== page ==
Saturday, September 10, 2011

Our C++ Economy

I stumbled upon a post today and I just have to share it for any computer programmers out there.

But before I do, let me offer my opinion of the C++ programming language. I love it and I do not know what I would have done without it.

C++

C++ is one of the most popular programming languages with application domains including systems software (such as Microsoft Windows), application software, device drivers, embedded software, high-performance server and client applications, and entertainment software such as video games.

C++ is designed to give the programmer choice, even if this makes it possible for the programmer to choose incorrectly.

In the right hands, C++ can be a wonderful tool. It allows one to gather one's thoughts in small manageable pieces and build those pieces into a large complex structured system.

In the wrong hands, C++ will give a person more than enough rope to hang.

So that being said, I'll leave it for you to decide if the following hands were the right hands.

February 20, 2009
I hate C++

I had my Computer exam today and we had 2 1/2 hours to write a monster program and I finished mine in an hour and a half but the stupid thing was giving me errors and I couldn't figure out what the error was because the dumb program was running but it was giving me four zeros as the output and it was so bloody frustrating and I was soo irritated and I went through my code step by step like 400 times but I couldn't find the damn error.

That's just one sentence. Take a breath.

And then I felt like crying cause I was so frustrated and I didn't know what to do.

You need to take a very deep breath now. Trust me on this. You'll need it.

So I considered giving up but my computer teacher said he wouldn't let me go home until I fixed that program because he had very high expectations and everyone else finished and walked off and he delayed the next batch of people coming in because he said I needed to fix the error so I sat there trying to fix the error and then I thought I had found the solution so I changed the code but all that changed was the dumb program gave me five zeros instead of four zeros and my only consolation was that the five zeros were very neatly presented and so again I had to trawl through my code to find my mistake and I thought the dumb compiler was messed up because by that time I had gone through my code a thousand times and I went through it again before asking my teacher if he could grade me on what I'd written but he said no and he made me sit down again and I was so sad.

All that information was packed into just one sentence. Note that the "and" to "." ratio is 10 to 1. Amazing.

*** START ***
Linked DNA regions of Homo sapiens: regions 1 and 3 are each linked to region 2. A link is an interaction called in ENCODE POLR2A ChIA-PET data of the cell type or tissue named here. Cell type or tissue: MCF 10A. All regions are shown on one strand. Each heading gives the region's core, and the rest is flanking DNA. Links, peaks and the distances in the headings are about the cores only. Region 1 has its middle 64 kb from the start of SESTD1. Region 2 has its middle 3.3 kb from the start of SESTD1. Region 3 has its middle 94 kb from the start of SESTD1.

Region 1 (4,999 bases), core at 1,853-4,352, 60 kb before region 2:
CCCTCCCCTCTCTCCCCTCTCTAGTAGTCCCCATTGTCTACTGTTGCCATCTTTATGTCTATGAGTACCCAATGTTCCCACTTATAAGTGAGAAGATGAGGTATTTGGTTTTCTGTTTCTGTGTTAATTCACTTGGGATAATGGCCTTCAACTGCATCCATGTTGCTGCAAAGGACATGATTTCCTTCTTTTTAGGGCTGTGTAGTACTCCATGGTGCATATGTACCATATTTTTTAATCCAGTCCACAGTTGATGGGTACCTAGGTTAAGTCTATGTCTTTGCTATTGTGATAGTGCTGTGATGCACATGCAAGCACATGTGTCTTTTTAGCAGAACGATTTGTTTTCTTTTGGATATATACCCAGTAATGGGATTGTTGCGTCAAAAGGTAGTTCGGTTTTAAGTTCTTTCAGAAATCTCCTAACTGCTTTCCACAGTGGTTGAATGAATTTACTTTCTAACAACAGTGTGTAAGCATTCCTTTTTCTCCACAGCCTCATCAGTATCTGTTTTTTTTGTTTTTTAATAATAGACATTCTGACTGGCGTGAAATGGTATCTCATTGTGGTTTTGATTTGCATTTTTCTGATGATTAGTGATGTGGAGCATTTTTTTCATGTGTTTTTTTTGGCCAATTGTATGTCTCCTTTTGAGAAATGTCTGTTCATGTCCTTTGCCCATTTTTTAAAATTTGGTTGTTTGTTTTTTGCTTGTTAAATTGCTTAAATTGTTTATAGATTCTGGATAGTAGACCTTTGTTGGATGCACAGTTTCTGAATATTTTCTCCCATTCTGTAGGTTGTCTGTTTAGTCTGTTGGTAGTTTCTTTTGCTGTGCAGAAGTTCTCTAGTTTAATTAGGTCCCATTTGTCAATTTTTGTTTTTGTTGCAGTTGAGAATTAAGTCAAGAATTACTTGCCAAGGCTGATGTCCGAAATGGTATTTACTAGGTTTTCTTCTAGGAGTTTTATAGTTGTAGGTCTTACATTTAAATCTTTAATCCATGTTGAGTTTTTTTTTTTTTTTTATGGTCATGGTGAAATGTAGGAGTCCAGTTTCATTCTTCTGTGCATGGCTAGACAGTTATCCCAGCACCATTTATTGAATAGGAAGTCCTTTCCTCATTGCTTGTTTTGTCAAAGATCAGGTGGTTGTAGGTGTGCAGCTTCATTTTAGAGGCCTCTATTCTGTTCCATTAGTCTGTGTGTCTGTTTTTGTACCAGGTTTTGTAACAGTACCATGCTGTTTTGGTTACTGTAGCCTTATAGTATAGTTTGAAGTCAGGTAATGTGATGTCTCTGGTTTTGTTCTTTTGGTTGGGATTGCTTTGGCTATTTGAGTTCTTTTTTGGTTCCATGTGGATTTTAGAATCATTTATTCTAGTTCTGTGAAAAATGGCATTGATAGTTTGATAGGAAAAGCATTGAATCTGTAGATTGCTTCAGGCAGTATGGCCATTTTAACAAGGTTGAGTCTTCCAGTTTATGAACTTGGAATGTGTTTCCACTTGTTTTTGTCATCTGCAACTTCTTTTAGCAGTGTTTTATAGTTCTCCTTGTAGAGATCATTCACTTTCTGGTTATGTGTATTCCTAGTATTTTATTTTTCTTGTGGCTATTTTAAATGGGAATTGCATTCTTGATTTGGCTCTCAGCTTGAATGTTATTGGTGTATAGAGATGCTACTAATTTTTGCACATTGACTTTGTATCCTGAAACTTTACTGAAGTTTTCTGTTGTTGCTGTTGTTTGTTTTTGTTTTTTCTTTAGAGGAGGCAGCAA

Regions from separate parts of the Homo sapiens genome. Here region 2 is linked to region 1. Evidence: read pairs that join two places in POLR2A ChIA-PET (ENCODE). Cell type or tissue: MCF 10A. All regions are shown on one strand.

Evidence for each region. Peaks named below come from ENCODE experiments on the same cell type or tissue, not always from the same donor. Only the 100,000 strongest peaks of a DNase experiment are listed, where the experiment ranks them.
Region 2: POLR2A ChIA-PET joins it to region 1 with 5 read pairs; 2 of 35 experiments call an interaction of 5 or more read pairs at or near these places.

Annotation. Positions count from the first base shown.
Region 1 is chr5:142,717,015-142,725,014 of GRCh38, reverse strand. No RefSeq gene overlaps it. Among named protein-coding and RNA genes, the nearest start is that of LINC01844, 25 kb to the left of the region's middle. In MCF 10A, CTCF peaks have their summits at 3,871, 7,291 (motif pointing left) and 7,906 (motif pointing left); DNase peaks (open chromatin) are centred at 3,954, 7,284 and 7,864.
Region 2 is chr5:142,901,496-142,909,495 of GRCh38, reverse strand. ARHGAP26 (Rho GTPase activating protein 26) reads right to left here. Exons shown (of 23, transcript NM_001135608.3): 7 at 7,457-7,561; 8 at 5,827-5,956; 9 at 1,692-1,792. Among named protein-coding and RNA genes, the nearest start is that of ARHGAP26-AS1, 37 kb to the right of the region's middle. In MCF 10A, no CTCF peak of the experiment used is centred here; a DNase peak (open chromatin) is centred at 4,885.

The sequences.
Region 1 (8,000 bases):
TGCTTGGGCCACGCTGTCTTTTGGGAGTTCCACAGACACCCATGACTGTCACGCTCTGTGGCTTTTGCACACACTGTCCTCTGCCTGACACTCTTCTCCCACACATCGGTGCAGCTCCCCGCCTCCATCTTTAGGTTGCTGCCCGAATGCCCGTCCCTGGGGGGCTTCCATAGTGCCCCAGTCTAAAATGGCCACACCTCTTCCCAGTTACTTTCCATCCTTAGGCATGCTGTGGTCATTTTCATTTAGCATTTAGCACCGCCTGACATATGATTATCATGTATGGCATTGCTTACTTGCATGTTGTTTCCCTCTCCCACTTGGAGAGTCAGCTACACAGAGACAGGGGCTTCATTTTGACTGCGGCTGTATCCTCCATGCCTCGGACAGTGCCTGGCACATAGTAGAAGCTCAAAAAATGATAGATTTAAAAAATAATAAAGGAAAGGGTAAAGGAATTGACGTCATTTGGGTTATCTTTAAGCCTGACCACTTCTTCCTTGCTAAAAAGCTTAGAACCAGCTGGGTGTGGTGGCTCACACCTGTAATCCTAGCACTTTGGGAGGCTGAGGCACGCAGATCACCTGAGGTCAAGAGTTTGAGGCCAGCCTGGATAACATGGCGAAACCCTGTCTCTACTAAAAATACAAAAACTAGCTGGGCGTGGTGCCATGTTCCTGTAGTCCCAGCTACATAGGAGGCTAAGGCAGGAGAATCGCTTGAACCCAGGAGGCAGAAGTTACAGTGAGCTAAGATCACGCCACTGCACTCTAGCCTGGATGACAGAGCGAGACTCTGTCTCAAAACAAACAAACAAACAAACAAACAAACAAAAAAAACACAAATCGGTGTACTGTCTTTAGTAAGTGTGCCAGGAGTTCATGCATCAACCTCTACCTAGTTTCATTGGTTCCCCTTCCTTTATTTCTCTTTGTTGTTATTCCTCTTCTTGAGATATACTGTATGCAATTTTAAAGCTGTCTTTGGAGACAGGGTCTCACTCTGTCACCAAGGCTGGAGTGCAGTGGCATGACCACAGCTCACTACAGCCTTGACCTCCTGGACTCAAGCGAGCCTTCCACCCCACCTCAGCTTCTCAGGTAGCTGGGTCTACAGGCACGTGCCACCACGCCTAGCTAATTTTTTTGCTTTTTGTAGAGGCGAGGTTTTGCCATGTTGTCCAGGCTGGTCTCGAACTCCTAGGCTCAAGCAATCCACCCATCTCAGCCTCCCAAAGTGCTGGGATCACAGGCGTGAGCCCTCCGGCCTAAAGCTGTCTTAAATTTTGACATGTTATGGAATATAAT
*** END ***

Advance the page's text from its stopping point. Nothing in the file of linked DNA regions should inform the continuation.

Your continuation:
I'm really not trying to be mean here or pick on this individual. Ben Bernanke thinks we just need to work smarter. I'm simply questioning whether the average American can work smarter than the average worker if every worker gets a college degree.

26 comments:

Audrey said...

Nice post.
Once you start looking for the impact of accelerating automation, it's everywhere.
A retired stonemason I know used paper house plans to figure out how much stone was needed to put rock on a house - with paper and a calculator.
His successor now uses electronic plans and computer software.
It is faster and more efficient and I don't think he could do it by hand anymore.
The implications (as your Physics of Jobs Lost post shows) horrify me but don't seem to bother anyone else that is involved.

Stagflationary Mark said...

Audrey,

The implications (as your Physics of Jobs Lost post shows) horrify me but don't seem to bother anyone else that is involved.

I think most tend to extrapolate linearly. They point to the loom as proof that automation and technology always help the workers (by always making their jobs easier).

I tend to be a bit more cynical.

The Arthurian said...

Hi Mark

"Ben Bernanke thinks we just need to work smarter."

Ah, but the problem is not dumb workers all over the country. The problem is dumb workers who make dumb economic policy.

Stagflationary Mark said...

Check out Itron.

Stagflationary Mark said...

The Arthurian,

Surely Ben "There is no housing bubble to go bust" Bernanke is smarter than the average worker though. He's got a PhD in economics! ;)

Mr Slippery said...

Game programming (commercially) is an intense job, one that I never wanted to do. I always preferred the leisurely pace of business applications.

I worked with an ex-game programmer in the 90s who had burned out by 30. He has some tales to tell. He only wanted to use C, not C++. I remember the various flavors of C++ in the 90s were quite different. Remember Borland?